The Rangers are giving notice to the rest of the American League that they’re not just a two-time pennant winner, they’re a club settling into ruling the roost -- the ascendant franchise in the circuit. From among the old standbys, it doesn’t hurt that the Yankees are dealing with rotation drama, the Angels have Pujols’ homer-lessness and the Red Sox have a miasma of self-inflicted dysfunction.
But there’s always the Rays, even with that double whammy Texas handed Tampa Bay in consecutive October showdowns. Ever mutating, transmogrifying and adapting, buying low and selling high, the Rays’ annual remix should always leave you wondering if they’re about to become something even more. Some of that is the usual enthusiasm over prospects, which the Rays crank out as if they held the patent: From David Price to Jeremy Hellickson to Matt Moore, they’ve produced one top pitching prospect after another.
They can and do get full credit for their acumen on player development, but it’s sort of like watching the winners on a futures market in which the payoff is guaranteed: Step 1, plant the seeds for success. Step 2, the crops come in. Step 3? Profit. Add in James Shields, and a can’t-lose choice between Hellickson and Wade Davis, and you’ve got a starting pitching platform that allows for a lot of freedom of action everywhere else.
Perhaps the more interesting aspect of the Rays’ ability to stay in the running year after year is how they use the adaptability that rotation affords them. In the lineup and in the bullpen, they’re comfortable with moving parts where other contenders crave stability. Starting from the huge bullpen turnover from 2007 to 2008 that contributed so much to their big worst-to-first turnaround and a pennant, the Rays have had a different leader in saves every season. And if Fernando Rodney winds up with more saves than Kyle Farnsworth, that’ll be a five-year streak.
By avoiding any truly expensive or lasting commitments in the bullpen, they were free to grab Rafael Soriano when the Braves were temporarily embarrassed by his acceptance of their arbitration offer. They were disappointed by off-speed reliever Joe Nelson in 2009, but that didn’t frighten them away from adding Joel Peralta last winter after he broke through with a slo-mo splitter. It also didn't stop them from getting sinkerballer Burke Badenhop from the Marlins despite rarely cracking 90. The Rays treat relievers like cheap upside bets -- snarfing them up, riding those who pay off and dumping those who don’t.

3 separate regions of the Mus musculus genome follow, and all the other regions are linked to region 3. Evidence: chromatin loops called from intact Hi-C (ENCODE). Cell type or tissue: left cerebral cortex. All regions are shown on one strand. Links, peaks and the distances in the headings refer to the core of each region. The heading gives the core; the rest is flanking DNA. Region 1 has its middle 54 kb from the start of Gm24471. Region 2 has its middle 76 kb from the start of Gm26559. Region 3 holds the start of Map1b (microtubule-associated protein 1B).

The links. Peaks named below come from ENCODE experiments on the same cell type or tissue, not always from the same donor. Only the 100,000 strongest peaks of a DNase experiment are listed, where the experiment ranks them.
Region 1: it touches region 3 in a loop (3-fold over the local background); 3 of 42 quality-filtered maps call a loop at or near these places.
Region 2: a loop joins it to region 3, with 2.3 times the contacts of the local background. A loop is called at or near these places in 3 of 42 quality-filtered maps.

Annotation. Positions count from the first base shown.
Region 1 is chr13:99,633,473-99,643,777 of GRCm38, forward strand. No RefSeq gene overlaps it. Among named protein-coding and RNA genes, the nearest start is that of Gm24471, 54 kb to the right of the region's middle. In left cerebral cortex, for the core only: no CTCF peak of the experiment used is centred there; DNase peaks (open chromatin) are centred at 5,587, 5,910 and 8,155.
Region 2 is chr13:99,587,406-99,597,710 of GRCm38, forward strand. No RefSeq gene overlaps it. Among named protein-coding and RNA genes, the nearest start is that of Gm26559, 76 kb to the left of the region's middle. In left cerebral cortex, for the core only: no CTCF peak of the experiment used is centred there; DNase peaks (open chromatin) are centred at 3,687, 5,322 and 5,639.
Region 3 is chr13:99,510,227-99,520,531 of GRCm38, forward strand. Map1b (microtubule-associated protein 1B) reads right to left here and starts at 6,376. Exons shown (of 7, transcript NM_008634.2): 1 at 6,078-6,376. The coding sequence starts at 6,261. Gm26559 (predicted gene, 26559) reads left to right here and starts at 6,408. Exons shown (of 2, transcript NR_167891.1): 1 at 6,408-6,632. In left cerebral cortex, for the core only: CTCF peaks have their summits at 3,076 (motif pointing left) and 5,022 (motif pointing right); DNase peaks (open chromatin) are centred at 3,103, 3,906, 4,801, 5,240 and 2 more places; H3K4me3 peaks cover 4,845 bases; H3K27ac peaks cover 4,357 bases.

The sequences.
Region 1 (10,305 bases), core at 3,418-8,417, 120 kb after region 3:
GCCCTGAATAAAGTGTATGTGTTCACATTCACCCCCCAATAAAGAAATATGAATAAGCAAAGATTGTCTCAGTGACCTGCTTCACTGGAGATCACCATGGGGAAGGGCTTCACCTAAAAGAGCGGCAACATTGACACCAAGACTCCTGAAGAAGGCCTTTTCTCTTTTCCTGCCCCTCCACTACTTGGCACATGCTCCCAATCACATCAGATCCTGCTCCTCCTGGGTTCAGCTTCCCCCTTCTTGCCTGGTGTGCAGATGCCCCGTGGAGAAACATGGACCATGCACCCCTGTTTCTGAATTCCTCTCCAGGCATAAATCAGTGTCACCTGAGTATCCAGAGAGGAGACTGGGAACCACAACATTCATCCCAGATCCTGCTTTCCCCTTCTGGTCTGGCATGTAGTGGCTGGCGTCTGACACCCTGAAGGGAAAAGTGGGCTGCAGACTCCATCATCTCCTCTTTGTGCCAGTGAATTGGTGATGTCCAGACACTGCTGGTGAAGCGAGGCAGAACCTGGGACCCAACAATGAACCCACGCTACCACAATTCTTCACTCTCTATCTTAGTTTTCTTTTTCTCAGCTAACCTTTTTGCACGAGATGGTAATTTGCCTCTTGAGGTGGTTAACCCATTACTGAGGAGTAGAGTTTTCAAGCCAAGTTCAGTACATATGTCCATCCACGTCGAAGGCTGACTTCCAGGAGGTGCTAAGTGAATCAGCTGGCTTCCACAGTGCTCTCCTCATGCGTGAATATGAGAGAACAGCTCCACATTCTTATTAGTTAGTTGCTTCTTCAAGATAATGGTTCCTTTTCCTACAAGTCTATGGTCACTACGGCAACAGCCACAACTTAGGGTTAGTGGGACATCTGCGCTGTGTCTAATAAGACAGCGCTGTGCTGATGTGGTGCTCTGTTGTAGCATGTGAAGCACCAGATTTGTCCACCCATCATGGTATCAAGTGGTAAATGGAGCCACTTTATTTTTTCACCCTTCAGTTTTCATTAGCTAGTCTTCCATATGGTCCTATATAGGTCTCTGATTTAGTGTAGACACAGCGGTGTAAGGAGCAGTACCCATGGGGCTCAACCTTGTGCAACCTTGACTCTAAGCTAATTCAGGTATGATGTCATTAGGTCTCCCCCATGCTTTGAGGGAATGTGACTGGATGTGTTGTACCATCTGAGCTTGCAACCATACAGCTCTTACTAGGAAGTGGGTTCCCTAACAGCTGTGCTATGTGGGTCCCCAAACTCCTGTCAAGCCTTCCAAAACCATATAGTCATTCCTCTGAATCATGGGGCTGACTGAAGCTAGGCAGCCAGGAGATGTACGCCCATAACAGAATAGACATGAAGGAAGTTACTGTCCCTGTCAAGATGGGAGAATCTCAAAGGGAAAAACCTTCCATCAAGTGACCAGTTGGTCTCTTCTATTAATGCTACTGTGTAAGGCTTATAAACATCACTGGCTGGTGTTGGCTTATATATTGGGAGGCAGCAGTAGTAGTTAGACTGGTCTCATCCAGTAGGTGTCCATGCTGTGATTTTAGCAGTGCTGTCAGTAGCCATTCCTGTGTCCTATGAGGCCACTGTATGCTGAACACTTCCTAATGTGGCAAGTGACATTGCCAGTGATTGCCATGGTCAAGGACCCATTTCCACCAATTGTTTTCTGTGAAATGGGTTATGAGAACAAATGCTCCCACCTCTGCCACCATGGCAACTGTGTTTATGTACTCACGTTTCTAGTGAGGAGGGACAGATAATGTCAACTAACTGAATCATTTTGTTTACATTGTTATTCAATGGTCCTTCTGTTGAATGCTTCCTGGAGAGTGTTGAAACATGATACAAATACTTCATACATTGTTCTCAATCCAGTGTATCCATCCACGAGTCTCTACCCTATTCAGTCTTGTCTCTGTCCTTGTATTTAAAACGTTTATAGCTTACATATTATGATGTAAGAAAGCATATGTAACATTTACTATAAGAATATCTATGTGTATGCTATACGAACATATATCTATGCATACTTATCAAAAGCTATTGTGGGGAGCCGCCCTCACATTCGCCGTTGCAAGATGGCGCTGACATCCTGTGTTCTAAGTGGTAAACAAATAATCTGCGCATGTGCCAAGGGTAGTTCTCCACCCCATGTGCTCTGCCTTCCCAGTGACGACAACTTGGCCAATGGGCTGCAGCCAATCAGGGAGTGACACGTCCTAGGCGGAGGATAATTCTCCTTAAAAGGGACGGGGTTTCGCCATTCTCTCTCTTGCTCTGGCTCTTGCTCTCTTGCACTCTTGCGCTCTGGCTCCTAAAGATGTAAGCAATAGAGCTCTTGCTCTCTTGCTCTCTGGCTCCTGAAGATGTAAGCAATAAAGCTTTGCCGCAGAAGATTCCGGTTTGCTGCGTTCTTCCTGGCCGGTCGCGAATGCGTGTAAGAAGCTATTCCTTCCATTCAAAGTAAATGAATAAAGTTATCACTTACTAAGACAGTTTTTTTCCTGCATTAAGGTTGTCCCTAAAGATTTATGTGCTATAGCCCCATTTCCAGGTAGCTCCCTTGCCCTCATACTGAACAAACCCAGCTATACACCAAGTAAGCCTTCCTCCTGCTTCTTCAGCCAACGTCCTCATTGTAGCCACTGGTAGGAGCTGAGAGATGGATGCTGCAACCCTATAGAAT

In the lineup, that same flexibility has rewarded them. Certainly, they have their major star in Evan Longoria, but how they’ve assembled a cast around him is a playbook every club should follow. First baseman Carlos Pena went away for a year, but the Rays loaded up on single-season alternatives -- Dan Johnson, Casey Kotchman, a crash-test dummy TBNL -- while letting Pena bank $10 million in Cubs cash. Then they brought him back at their price after the market’s biggest bidders had used up their cash chasing Albert Pujols, Prince Fielder and the like. Pena’s current $7.2 million salary, adjusted for inflation, is only $400,000 more than what he was making in 2008, when salary arbitration first started pumping up the price of employing him.
Pena’s not the only offensive pillar back in place, though. The Rays’ recent 6-2 run owes plenty to their getting B.J. Upton back from the DL and into the lineup. Now maybe Upton is the organization’s example of a disappointing homegrown product. But if you can step back from the expectations game, and set aside those daydreams that every year Upton would hit .300, slug .500, draw 90 walks and steal 40 bases ... you might notice that he has done all of those things, just never at the same time, and so what? If a nameless center fielder was belting 20 homers and stealing 30 bases for your team, you’d probably like the sound of that. It’s certainly something you can build around.
But because the expectation has always been that Upton will do more, be more, you might think too much of what he hasn’t done and lose sight of his value. Even his defense can leave you frustrated; as the new edition of John Dewan’s Fielding Bible notes, he’s among the leaders in both what Baseball Info Solutions terms good plays and misplays. That’s proof positive he’s exasperating in all phases of the game -- and still immensely valuable.
The trickle-down effects of Upton’s return are legion. Desmond Jennings moves to left. Having him in place means that all of the working parts that Joe Maddon uses to gain an advantage are back to moving around. Luke Scott and Matt Joyce can scare the bejeezus out of right-handed pitching, Ben Zobrist can start at second base and move wherever else, and the Rays can keep cranking out runs at a clip (4.8 runs per game) that puts them among the game’s elite -- behind just the Yankees, Rangers and Red Sox. That’s despite the absence of a single eight-figure salary.
The way the Rays are playing of late, they don’t need one, because money isn’t the measure of success, winning is. With a lineup that’s coming together and a rotation that will deliver winnable ballgames night after night, the Rays, once again -- and without the drama associated with the other AL powerhouses -- will be there come October, as they were last year.
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